A trend-following strategy is one used to identify entries in trending markets. The goal of a trend-following strategy is to buy and close a position at a higher price in a bull market, and to sell and close a position at a lower price in a bear market. The most simplistic definition of a bull market is a price pattern of higher highs and higher lows. The most simplistic definition of a bear market is a pattern of lower lows and lower highs.

But according to Firman, markets trend only 20 percent of the time. Therefore, trend following strategies are not always applicable.

A trend-fading strategy is one that is used in sideways or choppy markets. Trend-fading strategies identify opportunities to sell highs and buy lows (the opposite of a trend-following strategy). With trend-fading strategies, traders profit if a position is taken and the market moves back to an established range.

  1. Moving Averages – What Every Trader Needs in Their Trend Trading Toolbox

Moving averages (MAs) are among the most popular tools for trend followers and for good reason. The technique is very effective at identifying trends and enabling traders to maintain their positions until the trend is over. Moreover, by varying the lengths over which the MA is calculated, the sensitivity to smaller price changes can be adjusted to suit traders’ preferences. Shorter MAs involving a smaller number of days or weeks are more sensitive and provide quicker and more numerous signals than longer moving averages.

Traders like moving averages because they smooth out the peaks and valley in prices, are easy to use, and are easy to interpret. To learn more about moving averages watch our recent video here.

These are the positive qualities. The problem is that MAs are a lagging indicator. That is why in 1991, after years of research, VantagePoint’s team developed technology that forecast trends based on moving averages while retaining the positive qualities and reducing, or eliminating, the lag, which is the negative quality.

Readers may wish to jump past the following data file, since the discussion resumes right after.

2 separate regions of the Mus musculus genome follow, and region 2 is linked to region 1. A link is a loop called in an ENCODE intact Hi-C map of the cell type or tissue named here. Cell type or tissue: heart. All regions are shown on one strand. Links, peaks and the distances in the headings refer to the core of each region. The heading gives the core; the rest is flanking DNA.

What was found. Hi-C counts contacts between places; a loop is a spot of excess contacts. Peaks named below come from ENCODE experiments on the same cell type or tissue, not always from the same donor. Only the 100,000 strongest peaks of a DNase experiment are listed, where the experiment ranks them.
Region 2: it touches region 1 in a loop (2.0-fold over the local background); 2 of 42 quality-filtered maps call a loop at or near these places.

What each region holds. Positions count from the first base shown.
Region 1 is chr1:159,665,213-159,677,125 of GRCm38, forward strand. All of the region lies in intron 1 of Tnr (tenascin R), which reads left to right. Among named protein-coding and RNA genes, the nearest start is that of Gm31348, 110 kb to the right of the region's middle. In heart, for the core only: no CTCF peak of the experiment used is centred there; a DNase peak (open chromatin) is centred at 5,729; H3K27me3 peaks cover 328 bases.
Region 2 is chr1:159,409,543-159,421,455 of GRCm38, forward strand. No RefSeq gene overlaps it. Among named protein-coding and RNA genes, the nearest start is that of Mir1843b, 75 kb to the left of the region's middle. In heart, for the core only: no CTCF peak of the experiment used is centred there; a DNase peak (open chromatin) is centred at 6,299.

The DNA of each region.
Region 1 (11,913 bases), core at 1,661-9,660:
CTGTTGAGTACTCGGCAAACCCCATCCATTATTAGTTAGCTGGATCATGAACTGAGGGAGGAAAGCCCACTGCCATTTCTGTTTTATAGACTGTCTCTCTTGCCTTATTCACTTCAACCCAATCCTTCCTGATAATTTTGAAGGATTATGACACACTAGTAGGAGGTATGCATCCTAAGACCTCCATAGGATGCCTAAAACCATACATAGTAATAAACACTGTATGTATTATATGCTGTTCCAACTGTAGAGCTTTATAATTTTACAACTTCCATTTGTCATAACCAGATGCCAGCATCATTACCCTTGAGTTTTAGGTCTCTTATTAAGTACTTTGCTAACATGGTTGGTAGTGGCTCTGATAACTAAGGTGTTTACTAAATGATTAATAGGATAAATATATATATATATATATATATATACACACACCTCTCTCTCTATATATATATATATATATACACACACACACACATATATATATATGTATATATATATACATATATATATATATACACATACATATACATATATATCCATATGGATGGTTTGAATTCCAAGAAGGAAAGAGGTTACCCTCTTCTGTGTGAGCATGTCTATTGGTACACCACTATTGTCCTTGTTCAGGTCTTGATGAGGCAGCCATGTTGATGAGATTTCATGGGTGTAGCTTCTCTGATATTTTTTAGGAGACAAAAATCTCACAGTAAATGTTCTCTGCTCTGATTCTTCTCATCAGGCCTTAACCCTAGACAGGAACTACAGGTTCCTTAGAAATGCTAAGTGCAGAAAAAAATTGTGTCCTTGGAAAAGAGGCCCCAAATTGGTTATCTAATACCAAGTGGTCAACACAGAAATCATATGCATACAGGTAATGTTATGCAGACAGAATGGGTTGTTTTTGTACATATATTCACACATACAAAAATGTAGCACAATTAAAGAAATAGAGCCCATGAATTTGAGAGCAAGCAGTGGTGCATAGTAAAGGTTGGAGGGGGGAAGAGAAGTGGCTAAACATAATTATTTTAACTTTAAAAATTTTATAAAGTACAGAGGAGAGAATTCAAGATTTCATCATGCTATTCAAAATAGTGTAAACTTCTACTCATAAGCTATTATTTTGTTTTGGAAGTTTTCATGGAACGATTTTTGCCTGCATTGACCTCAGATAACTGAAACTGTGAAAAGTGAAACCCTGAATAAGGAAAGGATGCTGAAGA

VantagePoint’s Predictive Moving Average (PMA) takes actual data and predicted data to forecast market trends.

  1. Support and Resistance – Where Market Trends Can End

So how can traders tell when a trend is coming to an end?

“Key support and resistance is the biggest teller – knowing where the buyers and sellers are,” said Firman.

Support and resistance are magnets that draw the market to them. As with any magnetic field, the closer the market gets, the stronger the magnetic pull, and the more likely it is that the market will reach the target. Also, as with a magnet, the market often accelerates when it gets close to the magnet. This momentum often results in either a breakout or continuation of the trend, or a trend reversal. Once the market reaches the target, the magnetism usually greatly decreases. It is as if the market turns off the magnet once it is reached.

If the market reverses or breaks out, it then moves to the next support below or resistance above. In a strong bull trend, resistance usually results in a pause because of profit taking or attempts to pick a top, but the trend then resumes up to the next resistance level. In a bear trend, the market usually falls through all support, although it often pauses at each level because of profit taking or attempts to pick a bottom.